Senate Majority Leader Mitch McConnellMitch McConnellObama administration officials ramp up push for Pacific pact Overnight Defense: GOP leaders express concerns after 9/11 veto override | Lawmakers press for Syria 'plan B' | US touts anti-ISIS airstrikes Overnight Finance: Lawmakers float criminal charges for Wells Fargo chief | Scrutiny on Trump's Cuba dealings | Ryan warns of recession if no tax reform MORE (R-Ky.) says Donald TrumpDonald TrumpJeb Bush: Reports of father supporting Clinton were 'inappropriate' Trump: I have 'very good' marital history Report: Trump Foundation lacks proper certification MORE has been polite with him, even as the GOP presidential front-runner's controversial comments make headlines.
"He's never said anything caustic about me, and he was very cordial," McConnell told a local Kentucky radio station on Thursday.
Asked if he had talked to Trump, he added Thursday, "He called me. He does from time to time."
Trump's insults of other politicians and pundits have frequently made headlines and driven media coverage. Most recently, he's been locked in a back-and-forth with fellow presidential candidate Ted CruzTed CruzFour states sue to stop internet transition House approves stopgap funding, averting costly shutdown Overnight Tech: TV box plan faces crucial vote | Trump transition team to meet tech groups | Growing scrutiny of Yahoo security MORE after Trump threatened to "spill the beans" on Cruz's wife.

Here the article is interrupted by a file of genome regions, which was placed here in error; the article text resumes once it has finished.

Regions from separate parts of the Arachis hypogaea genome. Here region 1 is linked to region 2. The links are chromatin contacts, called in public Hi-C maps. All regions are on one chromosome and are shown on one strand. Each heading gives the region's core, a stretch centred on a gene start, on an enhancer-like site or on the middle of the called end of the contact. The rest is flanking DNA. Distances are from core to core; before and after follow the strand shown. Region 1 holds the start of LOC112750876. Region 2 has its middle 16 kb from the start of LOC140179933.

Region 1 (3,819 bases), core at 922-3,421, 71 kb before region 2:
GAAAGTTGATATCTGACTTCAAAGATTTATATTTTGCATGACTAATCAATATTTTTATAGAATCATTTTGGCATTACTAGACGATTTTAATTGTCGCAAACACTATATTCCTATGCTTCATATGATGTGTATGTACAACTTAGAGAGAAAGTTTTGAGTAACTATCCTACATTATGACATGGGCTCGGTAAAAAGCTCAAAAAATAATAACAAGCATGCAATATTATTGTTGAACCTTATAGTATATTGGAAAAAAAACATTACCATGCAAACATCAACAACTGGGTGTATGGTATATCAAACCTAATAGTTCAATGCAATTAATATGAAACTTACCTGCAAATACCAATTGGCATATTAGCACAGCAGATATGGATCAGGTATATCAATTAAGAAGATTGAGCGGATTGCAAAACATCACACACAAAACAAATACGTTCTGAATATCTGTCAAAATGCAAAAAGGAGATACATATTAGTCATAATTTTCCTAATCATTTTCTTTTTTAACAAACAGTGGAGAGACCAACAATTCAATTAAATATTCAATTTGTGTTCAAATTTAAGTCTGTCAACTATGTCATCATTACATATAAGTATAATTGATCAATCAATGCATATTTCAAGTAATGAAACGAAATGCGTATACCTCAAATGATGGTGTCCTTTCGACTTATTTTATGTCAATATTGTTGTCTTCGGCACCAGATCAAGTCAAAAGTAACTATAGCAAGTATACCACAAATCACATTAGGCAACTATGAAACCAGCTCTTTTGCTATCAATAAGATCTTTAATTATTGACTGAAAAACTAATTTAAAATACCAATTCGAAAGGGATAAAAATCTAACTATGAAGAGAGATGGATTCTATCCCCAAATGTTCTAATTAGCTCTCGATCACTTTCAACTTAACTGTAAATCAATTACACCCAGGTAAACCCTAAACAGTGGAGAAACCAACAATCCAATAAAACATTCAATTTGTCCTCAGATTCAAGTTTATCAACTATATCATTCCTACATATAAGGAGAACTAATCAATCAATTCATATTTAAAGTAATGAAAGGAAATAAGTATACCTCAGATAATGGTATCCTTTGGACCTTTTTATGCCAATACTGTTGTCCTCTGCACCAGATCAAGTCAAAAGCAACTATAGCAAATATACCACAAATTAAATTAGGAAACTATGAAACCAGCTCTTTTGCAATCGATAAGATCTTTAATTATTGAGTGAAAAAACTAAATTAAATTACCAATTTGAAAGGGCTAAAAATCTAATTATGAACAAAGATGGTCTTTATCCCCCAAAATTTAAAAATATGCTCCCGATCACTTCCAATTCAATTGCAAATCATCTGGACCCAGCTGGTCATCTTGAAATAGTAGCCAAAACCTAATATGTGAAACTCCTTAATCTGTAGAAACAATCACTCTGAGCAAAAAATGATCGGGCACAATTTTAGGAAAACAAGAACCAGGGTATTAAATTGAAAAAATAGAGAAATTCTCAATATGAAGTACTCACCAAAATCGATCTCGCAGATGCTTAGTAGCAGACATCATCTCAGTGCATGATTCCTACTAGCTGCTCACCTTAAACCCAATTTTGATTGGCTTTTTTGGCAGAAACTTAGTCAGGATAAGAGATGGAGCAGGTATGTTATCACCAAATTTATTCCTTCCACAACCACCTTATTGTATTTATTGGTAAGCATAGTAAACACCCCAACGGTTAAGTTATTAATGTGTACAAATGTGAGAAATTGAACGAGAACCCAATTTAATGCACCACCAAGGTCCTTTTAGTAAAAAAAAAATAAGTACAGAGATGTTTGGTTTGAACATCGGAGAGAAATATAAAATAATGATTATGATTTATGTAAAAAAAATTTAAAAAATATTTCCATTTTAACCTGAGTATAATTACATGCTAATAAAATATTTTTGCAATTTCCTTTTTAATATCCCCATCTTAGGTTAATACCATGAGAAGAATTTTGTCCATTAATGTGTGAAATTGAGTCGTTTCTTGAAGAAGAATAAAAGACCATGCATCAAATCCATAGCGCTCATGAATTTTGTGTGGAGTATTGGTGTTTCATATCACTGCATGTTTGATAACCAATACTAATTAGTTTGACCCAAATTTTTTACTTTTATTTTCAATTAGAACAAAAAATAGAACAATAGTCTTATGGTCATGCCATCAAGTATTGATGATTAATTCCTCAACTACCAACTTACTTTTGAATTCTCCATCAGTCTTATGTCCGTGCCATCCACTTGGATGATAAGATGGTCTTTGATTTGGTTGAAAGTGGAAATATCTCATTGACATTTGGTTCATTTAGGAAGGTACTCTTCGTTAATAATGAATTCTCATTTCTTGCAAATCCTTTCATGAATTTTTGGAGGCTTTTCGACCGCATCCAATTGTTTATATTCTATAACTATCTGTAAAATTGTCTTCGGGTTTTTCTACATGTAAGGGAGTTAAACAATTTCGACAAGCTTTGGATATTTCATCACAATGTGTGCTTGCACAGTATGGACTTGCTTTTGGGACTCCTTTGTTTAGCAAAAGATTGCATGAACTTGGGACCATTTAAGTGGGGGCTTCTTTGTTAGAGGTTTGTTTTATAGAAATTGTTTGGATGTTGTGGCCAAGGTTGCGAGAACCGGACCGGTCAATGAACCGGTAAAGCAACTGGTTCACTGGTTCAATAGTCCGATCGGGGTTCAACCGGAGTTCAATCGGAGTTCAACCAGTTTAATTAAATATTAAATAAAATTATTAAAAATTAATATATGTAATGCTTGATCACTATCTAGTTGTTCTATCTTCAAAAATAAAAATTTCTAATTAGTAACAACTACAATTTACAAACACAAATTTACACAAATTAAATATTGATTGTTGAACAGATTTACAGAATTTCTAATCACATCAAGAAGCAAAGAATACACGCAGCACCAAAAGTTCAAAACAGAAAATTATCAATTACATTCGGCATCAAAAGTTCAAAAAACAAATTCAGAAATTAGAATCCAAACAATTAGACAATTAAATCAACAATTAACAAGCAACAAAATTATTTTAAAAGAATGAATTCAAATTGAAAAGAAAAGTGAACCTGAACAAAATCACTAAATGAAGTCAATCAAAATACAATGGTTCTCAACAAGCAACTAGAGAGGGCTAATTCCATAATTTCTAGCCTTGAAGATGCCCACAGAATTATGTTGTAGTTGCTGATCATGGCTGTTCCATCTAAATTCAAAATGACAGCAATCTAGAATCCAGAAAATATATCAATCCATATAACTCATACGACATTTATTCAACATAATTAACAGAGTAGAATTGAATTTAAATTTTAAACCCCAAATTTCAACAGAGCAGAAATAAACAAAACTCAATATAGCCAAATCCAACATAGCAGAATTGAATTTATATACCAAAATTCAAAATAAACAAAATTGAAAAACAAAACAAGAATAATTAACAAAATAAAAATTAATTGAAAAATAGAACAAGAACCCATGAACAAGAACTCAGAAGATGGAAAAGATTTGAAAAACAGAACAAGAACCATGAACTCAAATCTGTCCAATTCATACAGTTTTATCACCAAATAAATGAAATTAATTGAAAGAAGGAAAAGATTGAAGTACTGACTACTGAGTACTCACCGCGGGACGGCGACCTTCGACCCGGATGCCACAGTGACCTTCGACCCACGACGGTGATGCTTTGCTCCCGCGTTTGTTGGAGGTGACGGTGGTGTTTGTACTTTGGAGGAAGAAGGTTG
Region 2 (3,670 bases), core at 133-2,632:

Asked if he had talked with Cruz, McConnell suggested that he sees the Texas senator when he's in Washington and that "there's no particular strain."
Cruz was accused of violating Senate rules last year when he called McConnell a "liar" during a fiery speech on the floor.
The Senate Republican leader has largely avoided weighing in on the presidential race as he defends 24 Senate seats going into the November election. He has repeatedly declined to answer questions during a weekly press conference, telling reporters that he doesn't get off message.
On Thursday, McConnell dismissed Trumps speculation that there will be riots if he enters the convention with the most delegates but doesn't get the nomination.
"Oh, look, he's an interesting man, but I think we need to quit talking about riots," he said.